Indie band Quiet Company and the terrifying, murky waters of streaming sites and social networks

quiet company If there’s one event that can help you understand the discord between the Internet and music industries, it’s SXSW. At one bar, you’ll get to discover the local up-and-comer, and at the next, the corporate sponsored, Twitter-promo’ed star who’s been headlining tours for years. And in the mix of it all are the likes of Pandora, Spotify, and Grooveshark – the streaming companies that have defined (and in some opinions, destroyed) the lay of the music land.

The way bands navigate this new terrain is both necessary and terrifying – just ask local Austin indie-folk group Quiet Company. “I kind of feel that if the Internet were one person … I do feel like someone would be obligated to assassinate it,” says frontman Taylor Muse. “It does great things, but it also ruins everything it touches.”

He’s speaking, of course, of how digital music consumption has turned albums into files, and listeners into users. “I think for years now, as far as back as [Quiet Company] has been together, people have been talking about how different the music industry is and how the Internet has changed everything and how we’re all looking for a new model.”

“After everything, I’m not sure there is a new model. The old model is still the model, it’s just that the Internet made it way worse.”

To be certain, Muse and Quiet Company have a love-hate relationship with the intersection of music and technology. About two years ago, at SXSW as fate would have it, Grooveshark approached the group about a partnership in which it would hugely promote them to its users. “They said they were starting an artist development program,” band manager Paul Osbon says. “In part to show that, you know, you don’t need a record label to get exposure. And we were sort of the guinea pig for that.”

The group worked with Grooveshark (a streaming site like Spotify) for 18 months, even releasing an album with the company’s help (and heavy promotion). “In about three months, we went from 2,800 Facebook fans, to 55,000,” says Osbon. Thanks to the partnership, Quiet Company has amassed a huge following in Spain, and found new fans it never would have.

But now the contract is up and not being renewed, because – you guessed it – a monetization strategy couldn’t be found for Grooveshark. “We were the test monkeys,” says Osbon. “It didn’t go like everyone thought it would, but it still ended up being great for us.”

Not only for the exposure, but for the analytics. Despite any ill will toward technology from his band, Osbon has known the power of social metrics. “They gave us tons of info – what type of toothpaste our listeners used, what shoes they wear. If they had found a way to translate that into sales, and market that…”. Osbon says that Quiet Company makes a considerable amount of its revenue off of merchandise sales, as well as increasing digital sales. Strangely, he also tells me that vinyl sales are going up – oftentimes from fans who don’t even own record players but want to keep the records as mementos.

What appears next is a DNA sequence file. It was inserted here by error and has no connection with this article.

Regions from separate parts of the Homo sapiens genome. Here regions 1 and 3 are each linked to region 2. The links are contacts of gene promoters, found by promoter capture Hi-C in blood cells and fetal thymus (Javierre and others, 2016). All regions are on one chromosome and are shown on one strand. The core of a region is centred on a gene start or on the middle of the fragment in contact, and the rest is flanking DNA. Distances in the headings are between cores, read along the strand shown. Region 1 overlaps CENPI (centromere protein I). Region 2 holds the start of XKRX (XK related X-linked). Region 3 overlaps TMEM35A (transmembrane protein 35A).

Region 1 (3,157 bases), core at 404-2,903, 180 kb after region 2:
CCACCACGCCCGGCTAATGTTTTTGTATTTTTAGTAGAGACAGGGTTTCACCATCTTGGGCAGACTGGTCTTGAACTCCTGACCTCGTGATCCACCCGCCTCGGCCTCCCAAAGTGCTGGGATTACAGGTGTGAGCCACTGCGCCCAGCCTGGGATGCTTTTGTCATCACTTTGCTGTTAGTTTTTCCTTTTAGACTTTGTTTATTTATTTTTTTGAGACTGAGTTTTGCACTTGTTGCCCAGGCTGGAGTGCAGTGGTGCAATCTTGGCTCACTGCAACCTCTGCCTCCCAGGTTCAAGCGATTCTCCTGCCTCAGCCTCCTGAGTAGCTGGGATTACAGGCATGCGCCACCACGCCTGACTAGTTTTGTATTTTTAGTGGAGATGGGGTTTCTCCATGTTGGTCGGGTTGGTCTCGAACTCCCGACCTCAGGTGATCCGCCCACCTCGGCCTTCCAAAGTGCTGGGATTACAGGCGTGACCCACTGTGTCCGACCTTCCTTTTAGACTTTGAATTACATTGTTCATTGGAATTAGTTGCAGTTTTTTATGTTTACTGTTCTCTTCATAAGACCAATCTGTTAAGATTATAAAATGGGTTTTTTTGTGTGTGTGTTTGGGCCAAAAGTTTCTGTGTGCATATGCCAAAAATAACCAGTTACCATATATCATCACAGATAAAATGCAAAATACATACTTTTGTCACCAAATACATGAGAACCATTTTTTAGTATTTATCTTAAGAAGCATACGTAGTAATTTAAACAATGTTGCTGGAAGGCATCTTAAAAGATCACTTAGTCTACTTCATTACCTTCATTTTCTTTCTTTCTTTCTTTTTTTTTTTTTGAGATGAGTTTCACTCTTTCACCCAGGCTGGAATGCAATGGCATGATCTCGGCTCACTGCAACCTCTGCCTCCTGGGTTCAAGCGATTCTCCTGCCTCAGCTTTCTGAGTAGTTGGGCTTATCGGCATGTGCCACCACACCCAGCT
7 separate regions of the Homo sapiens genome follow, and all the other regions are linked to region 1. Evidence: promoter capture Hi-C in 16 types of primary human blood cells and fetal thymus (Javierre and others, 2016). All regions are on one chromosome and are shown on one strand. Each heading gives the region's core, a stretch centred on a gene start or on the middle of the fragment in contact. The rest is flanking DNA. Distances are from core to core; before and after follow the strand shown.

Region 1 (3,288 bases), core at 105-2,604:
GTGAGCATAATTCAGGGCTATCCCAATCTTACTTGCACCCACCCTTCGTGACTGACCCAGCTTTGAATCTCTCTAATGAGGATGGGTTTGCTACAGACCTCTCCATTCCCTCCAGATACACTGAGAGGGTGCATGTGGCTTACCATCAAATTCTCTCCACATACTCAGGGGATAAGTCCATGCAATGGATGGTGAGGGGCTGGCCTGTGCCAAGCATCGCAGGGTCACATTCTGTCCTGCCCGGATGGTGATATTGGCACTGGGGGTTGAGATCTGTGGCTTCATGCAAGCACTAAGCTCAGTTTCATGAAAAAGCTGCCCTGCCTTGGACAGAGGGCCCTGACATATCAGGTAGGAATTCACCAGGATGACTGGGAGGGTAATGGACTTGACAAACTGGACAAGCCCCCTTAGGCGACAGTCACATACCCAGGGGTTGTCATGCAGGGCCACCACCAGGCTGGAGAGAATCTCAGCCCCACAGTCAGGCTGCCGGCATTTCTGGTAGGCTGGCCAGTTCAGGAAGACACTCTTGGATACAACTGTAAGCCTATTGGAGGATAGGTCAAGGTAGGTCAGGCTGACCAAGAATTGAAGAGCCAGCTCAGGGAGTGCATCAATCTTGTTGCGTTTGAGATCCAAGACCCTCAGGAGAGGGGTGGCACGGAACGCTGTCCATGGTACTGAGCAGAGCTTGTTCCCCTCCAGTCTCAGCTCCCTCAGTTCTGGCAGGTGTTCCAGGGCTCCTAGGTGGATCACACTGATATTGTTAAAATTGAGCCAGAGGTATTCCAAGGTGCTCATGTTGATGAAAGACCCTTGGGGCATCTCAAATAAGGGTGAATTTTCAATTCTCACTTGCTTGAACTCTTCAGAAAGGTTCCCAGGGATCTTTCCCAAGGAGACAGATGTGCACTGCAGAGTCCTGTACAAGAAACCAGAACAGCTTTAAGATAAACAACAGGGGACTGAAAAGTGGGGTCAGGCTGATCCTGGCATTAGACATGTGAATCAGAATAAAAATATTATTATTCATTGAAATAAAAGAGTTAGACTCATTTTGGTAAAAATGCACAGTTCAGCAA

While these speak to Quiet Company’s growth, a streaming parternship doesn’t appear to be in the band’s future. Quiet Company remains the only band Grooveshark has poured its efforts into, and Grooveshark the only streaming site Quiet Company has officially partnered with. And it might be the last, given it frontman’s feelings toward the collective market, which can be summed up as “a necessary evil.”

Muse doesn’t like Spotify and it’s invading ways, or Facebook and it’s selective News Feed attitude. But Quiet Company are not luddites – in fact, they’re just picky. “What really made music social, when we debuted tracks for our last record, was That was super cool!,” Muse says. “We got all our fans in there and it was so fun to me, and such a natural way to say ‘hey, we actually care about this band, you should check it out, and here’s some of our music too.'”

He and Osbon both also mention TheSixtyOne, a now-very quiet site that used game mechanics to win bands new fans and elevate them to homepage status on its site.

And of course, before there was Spotify or – before there was even Facebook (can you even imagine such a time?) – there was Myspace. “Myspace was always better for bands than Facebook,” says Muse, echoing, easily, every band ever. Of course, both Muse and Osbon admit they currently don’t use the band’s old Myspace account because they can’t access it or remember the password. They plan on getting on board with the new Myspace, but wonder – as everyone else has been – how or when their fans will get there.

Muse and Osbon’s real disillusionment, however, is with Facebook. Their gripes are familiar: What “other” inbox are you talking about?! How few of my friends and followers see my posts a day?! You’re going to charge me to message people?!